There’s a common, curious political phenomenon that you’ll likely find depressingly familiar if you’re a conservative activist. You’ll see someone run for office as a die-hard fiscal conservative who wants to slash spending. If they’re brave, they’ll actually propose real, substantive cuts and reforms that would shrink government; if they’re a more typical politician, they’ll just make vague promises about cutting spending and cutting taxes (both magically at the same time, of course).
Then, once they get elected, their tune changes, practically overnight. Their bold proposals fall by the wayside, and the only part of their promises of fiscal discipline they remember are cutting taxes, with a few cuts of programs that don’t actually spend as much money as people think.
Donald Trump, during his campaign, skipped over the middle part of having any bold proposals to cut spending. Instead, he promised dramatic cuts while simultaneously pledging to leave Social Security, Medicare and Medicaid untouched. He also repeatedly promised to increase defense spending as a means of fulfilling his promise to make America great again. The problem, of course, is that those three promises are completely contradictory.
If Trump were to increase defense spending while leaving our largest entitlement programs untouched, he’d need massive cuts in non-defense discretionary spending — which is what he’s proposed in his recently-released budget outline. The problem is that category of spending — which includes everything from the Department of Justice to foreign aid to Homeland Security, and much more — accounts for less than 15 percent of total federal spending. One could completely erase that category and you’d barely eliminate the federal budget deficit.
Democrats have taken instant delight in the release of specific cuts. They’re trying to make every single congressional Republican the owner of this budget outline — which is, of course, a hysterical partisan overreaction. They know, just as Republicans did when President Barack Obama introduced his last budget, that the document has virtually no chance of being enacted into law as is. Congress hasn’t actually followed through on the regular process for passing and enacting a budget in over a decade, and that’s unlikely to to change now. So, blaming an individual Republican in Congress for Trump’s budget outline is about as logical as a student giving a professor a bad rating because they failed the class. The budget process in D.C. is completely broken, and that’s beyond embarrassing for both parties.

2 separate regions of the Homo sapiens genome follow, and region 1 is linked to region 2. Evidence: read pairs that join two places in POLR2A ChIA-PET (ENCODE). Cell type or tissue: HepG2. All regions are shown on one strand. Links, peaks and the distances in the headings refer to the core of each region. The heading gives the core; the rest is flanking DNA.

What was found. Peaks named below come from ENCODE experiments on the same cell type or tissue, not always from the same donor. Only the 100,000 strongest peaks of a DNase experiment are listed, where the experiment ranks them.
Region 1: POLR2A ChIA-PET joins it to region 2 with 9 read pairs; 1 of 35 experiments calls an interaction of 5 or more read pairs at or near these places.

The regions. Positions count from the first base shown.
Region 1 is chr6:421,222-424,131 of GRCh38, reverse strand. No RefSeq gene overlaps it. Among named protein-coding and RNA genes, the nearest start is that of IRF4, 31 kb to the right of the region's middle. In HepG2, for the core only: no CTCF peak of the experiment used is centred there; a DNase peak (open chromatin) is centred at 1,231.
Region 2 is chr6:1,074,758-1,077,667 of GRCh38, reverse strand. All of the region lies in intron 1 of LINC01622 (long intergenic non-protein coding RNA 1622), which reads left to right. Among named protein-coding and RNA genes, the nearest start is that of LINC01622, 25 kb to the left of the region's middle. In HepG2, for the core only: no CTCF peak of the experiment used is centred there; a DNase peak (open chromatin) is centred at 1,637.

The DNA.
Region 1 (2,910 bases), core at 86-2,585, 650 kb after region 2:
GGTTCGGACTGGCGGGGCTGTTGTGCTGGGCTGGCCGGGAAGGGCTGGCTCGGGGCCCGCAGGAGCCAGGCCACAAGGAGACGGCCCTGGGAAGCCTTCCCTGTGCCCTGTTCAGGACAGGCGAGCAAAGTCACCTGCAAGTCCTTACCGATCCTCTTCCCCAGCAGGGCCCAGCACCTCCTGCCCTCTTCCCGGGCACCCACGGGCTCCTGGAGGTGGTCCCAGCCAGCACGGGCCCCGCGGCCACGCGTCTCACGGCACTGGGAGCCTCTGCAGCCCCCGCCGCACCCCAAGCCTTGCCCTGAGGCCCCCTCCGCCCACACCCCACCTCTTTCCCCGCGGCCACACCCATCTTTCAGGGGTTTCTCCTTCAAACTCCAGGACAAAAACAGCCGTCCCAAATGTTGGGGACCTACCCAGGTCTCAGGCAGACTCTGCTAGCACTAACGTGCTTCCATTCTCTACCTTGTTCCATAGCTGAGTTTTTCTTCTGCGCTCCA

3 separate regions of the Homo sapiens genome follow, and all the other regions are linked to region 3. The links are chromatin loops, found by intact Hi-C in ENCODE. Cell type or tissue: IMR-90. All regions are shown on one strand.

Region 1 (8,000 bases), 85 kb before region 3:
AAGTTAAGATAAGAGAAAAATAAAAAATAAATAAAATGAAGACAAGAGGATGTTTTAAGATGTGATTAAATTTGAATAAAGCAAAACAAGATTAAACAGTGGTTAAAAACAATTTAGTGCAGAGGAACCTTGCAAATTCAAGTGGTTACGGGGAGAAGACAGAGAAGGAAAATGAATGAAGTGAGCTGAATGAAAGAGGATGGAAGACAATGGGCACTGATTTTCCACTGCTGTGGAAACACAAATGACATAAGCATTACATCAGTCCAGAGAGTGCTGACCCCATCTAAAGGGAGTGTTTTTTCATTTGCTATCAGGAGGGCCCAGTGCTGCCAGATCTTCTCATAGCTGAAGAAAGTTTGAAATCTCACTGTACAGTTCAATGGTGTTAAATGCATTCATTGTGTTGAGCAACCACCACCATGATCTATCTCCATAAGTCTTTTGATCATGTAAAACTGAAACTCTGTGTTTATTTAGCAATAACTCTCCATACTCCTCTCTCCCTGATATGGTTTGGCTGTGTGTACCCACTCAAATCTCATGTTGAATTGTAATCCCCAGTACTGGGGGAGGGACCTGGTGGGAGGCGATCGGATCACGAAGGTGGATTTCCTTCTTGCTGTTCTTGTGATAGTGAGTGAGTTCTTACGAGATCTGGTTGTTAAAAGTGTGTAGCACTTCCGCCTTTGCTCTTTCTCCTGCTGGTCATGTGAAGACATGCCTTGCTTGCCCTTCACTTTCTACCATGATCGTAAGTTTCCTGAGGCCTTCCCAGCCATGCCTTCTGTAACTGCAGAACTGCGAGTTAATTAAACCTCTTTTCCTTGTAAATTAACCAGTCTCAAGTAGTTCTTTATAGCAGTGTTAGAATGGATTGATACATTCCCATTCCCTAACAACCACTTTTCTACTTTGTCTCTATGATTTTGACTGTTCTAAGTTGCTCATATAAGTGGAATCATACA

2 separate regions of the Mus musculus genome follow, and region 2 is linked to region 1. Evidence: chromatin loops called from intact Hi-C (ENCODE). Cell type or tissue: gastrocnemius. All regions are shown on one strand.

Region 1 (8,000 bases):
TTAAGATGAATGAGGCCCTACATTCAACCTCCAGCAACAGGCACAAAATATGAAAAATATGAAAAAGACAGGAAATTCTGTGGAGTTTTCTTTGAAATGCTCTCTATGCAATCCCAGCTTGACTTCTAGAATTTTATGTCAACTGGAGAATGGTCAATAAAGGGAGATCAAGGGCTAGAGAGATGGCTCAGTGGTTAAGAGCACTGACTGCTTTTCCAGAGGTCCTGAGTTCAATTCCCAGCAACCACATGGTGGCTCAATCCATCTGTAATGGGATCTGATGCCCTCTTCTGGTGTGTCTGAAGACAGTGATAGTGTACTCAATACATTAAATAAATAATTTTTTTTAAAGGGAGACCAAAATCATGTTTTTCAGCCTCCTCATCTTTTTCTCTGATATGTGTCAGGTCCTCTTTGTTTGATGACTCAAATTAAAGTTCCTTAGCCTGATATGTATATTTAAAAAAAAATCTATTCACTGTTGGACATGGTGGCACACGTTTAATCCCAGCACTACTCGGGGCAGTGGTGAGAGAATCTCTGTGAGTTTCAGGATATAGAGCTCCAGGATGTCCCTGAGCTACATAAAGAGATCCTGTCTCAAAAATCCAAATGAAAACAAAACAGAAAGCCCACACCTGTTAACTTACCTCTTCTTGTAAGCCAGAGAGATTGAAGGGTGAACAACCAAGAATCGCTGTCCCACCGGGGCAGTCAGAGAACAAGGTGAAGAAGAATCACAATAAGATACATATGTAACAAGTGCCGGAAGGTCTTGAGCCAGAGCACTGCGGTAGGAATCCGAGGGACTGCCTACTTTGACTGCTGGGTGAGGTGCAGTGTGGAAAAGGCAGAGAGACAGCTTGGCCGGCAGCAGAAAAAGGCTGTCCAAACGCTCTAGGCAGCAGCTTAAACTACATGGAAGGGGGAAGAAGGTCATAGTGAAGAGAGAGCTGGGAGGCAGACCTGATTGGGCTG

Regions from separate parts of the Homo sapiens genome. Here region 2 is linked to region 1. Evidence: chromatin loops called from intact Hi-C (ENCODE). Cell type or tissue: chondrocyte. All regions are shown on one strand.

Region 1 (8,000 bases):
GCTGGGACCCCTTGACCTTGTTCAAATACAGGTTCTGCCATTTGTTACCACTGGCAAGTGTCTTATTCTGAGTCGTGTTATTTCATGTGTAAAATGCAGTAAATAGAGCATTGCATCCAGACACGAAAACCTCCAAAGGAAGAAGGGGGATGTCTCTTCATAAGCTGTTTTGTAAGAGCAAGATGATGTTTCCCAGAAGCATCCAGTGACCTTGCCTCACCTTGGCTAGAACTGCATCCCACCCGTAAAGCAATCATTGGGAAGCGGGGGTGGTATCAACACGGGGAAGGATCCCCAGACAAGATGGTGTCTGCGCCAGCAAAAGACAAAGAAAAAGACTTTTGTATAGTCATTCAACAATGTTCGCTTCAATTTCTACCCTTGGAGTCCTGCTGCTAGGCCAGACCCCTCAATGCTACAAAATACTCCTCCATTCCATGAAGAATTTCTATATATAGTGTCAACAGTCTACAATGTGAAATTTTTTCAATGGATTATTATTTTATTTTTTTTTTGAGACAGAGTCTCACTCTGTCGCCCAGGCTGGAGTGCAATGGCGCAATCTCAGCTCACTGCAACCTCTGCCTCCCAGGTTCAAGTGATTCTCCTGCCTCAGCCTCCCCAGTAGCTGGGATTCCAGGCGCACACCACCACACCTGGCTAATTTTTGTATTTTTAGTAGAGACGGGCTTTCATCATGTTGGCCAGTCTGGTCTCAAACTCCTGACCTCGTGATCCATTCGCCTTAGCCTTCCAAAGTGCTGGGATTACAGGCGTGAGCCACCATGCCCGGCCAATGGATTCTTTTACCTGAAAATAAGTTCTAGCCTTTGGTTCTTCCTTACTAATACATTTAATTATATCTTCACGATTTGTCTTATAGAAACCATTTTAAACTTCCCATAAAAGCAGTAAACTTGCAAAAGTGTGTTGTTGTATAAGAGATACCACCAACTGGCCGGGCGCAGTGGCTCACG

Things are a little better at the state level. At least in Augusta legislators are in fact required to produce a budget, and a balanced one at that — they can’t muddle through on endless continuing resolutions. Moreover, that budget (usually) needs a two-thirds majority to pass, so there has to be at least some bipartisan support for whatever gets done. All of that creates a better, more functional process for governmental budgeting than the mess down in D.C.
Unfortunately, that has not led to a better outcome of late. Thanks to a sharply divided Legislature, the biannual budget initially proposed by the governor is usually treated as no more than a guideline. That’s a shame, because Gov. Paul LePage has included some bold ideas in his budget proposals of late. Rather than using those ideas as the starting point for a bipartisan discussion, Democrats have immediately attacked them, using them as campaign talking points. Republicans, to their credit, have resisted LePage’s proposals to broaden the sales tax. However, that’s led to a series of compromise budgets that haven’t done much more than maintain the status quo, instead of any major bipartisan fixes for the state’s fiscal woes.
In Augusta, the hands of our state government are tied not only by the requirement that the budget be balanced, but by unfunded federal mandates. That, unfortunately, limits the fiscal innovation that can be pursued at the state level — curtailing the role of states as the “laboratory of democracy.”
This should be an area where we could find some common ground for reform at the federal level, as doing away with some of these mandates would allow for liberal and conservatives alike to experiment.
Sadly, Washington, D.C., seems to be too paralyzed by partisanship to even consider that kind of common-sense reform. After all, it’s far easier to use the budget for political attacks than it is to come up with solutions. Maine and the country need real solutions to our fiscal problems, not an endless continuation of the broken status quo.
Jim Fossel, a conservative activist from Gardiner, worked for Sen. Susan Collins. He can be contacted at: [email protected]